Managers' occupational stress in China : the role of self-efficacy

Chang-qin LU, Oi-ling SIU, Cary L. COOPER

Research output: Working paperWorking paper series


The role of self-efficacy, an individual difference variable, in occupational stress research is seldom discussed, and is even rarely examined in Chinese societies. This study investigates the relationships between stressors, managerial self-efficacy (MSE) and work-related strains (job satisfaction, physical strain, and psychological strain). A total of 450 enterprise managers in eight cities of the People's Republic of China completed a battery of structured questionnaires. The results of the study generally support that total stressors was negatively related to job satisfaction, physical strain, and psychological strain. Furthermore, MSE was statistically significantly related to strains in that respondents with high levels of MSE reported higher levels of job satisfaction, lower levels of physical strain and psychological strain than did those with low MSE. Related to the moderating effects of MSE on stressor-strain relationship, only significant moderating effect was found in predicting physical strain, as demonstrated by a series of hierarchical regressions while controlling for age, tenure, and position levels and educational levels.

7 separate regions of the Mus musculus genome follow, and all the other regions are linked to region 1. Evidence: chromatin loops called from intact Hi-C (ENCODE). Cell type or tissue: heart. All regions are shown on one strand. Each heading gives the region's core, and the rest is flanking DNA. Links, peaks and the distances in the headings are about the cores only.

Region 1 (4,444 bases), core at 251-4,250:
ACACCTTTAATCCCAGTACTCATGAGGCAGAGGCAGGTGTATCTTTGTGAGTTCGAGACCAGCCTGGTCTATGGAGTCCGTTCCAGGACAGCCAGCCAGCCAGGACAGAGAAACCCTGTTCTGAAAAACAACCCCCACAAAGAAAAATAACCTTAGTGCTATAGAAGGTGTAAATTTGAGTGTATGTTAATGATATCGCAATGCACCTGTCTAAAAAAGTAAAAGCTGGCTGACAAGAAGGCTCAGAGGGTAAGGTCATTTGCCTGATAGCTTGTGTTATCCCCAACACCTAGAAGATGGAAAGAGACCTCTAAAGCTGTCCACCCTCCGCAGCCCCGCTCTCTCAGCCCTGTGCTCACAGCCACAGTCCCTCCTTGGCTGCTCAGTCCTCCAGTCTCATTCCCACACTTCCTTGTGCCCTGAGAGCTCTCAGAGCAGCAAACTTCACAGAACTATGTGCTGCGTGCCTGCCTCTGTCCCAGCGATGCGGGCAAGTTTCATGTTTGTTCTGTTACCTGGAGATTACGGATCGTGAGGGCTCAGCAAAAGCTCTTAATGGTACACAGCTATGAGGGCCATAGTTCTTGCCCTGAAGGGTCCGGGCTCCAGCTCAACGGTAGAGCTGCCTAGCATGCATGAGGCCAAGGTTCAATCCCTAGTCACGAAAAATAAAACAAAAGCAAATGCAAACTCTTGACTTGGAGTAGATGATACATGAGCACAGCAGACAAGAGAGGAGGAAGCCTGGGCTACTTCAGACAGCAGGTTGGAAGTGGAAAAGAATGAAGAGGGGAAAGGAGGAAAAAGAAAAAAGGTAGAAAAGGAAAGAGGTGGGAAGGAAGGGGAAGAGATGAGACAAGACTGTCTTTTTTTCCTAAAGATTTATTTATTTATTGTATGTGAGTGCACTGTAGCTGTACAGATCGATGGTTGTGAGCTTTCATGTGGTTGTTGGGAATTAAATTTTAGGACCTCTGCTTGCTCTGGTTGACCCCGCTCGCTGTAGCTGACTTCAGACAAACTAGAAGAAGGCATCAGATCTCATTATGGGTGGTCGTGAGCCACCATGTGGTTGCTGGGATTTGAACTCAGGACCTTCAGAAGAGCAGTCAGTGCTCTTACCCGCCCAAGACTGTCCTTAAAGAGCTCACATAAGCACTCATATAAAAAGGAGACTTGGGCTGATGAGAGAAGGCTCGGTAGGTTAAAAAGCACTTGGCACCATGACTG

Original languageEnglish
Place of PublicationHong Kong
PublisherCentre for Public Policy Studies
Number of pages25
Publication statusPublished - Sept 2003

Publication series

NameCentre for Public Policy Studies Working Paper Series
PublisherLingnan University

Bibliographical note

The paper was finished when the first author was visiting the Department of Politics and Sociology, Lingnan University in August 2003 by the China Fund.


  • Occupational Stress
  • Manager
  • Self-efficacy
  • Stressors
  • Strains
  • China


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